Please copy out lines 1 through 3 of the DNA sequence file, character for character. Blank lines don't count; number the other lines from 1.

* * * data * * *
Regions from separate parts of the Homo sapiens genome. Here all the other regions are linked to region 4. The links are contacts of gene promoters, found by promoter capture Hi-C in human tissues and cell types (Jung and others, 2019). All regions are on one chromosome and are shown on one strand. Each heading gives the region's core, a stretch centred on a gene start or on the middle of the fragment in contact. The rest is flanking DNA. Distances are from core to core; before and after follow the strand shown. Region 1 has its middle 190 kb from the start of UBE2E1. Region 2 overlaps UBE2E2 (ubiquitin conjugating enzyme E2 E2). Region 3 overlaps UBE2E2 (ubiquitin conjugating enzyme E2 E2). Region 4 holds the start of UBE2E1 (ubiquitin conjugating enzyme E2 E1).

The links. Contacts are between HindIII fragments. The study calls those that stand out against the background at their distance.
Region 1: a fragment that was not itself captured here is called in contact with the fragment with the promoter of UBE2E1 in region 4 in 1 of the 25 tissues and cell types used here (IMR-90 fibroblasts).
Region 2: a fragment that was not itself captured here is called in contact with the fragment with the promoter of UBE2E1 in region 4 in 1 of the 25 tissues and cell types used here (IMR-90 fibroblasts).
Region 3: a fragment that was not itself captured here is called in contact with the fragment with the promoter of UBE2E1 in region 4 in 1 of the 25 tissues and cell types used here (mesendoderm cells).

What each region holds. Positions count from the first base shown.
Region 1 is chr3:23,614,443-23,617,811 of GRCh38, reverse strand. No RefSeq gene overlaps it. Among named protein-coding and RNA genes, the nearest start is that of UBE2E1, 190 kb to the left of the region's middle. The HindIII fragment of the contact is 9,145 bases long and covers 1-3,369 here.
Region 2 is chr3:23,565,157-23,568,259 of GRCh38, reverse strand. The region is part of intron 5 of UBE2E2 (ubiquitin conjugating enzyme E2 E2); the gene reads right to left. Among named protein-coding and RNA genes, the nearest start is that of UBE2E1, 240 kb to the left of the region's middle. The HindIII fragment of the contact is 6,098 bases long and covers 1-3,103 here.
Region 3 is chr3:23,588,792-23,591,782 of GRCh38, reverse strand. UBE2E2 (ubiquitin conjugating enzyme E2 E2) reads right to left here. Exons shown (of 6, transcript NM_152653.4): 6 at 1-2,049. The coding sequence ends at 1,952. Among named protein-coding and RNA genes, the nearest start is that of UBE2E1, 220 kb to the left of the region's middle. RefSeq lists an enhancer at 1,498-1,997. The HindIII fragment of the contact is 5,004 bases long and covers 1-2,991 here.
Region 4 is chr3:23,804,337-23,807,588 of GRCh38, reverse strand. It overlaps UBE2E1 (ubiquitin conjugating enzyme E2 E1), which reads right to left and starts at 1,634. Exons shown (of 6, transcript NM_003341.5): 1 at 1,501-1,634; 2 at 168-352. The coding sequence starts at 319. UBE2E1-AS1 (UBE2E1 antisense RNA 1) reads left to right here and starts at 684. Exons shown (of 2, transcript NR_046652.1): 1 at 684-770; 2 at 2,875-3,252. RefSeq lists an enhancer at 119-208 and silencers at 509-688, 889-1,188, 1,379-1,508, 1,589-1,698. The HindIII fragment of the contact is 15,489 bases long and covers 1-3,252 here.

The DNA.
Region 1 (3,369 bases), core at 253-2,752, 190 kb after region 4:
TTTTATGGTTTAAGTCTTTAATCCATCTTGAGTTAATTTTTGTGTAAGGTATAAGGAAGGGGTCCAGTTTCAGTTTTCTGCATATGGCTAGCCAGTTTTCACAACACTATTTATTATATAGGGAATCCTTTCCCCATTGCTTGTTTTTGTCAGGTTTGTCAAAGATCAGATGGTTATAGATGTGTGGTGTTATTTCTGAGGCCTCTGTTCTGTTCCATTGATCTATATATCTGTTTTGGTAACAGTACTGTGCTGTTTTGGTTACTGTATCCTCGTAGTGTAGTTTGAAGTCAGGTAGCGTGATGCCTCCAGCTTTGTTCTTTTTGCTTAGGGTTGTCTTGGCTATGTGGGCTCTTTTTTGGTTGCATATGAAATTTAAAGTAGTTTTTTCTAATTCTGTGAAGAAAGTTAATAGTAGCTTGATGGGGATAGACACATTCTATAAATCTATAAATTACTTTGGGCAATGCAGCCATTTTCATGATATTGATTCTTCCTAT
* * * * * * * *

Regions from separate parts of the Homo sapiens genome. Here all the other regions are linked to region 4. The links are contacts of gene promoters, found by promoter capture Hi-C in human tissues and cell types (Jung and others, 2019). All regions are on one chromosome and are shown on one strand. Each heading gives the region's core, a stretch centred on a gene start or on the middle of the fragment in contact. The rest is flanking DNA. Distances are from core to core; before and after follow the strand shown. Region 1 has its middle 190 kb from the start of UBE2E1. Region 2 overlaps UBE2E2 (ubiquitin conjugating enzyme E2 E2). Region 3 overlaps UBE2E2 (ubiquitin conjugating enzyme E2 E2). Region 4 holds the start of UBE2E1 (ubiquitin conjugating enzyme E2 E1).

The links. Contacts are between HindIII fragments. The study calls those that stand out against the background at their distance.
Region 1: a fragment that was not itself captured here is called in contact with the fragment with the promoter of UBE2E1 in region 4 in 1 of the 25 tissues and cell types used here (IMR-90 fibroblasts).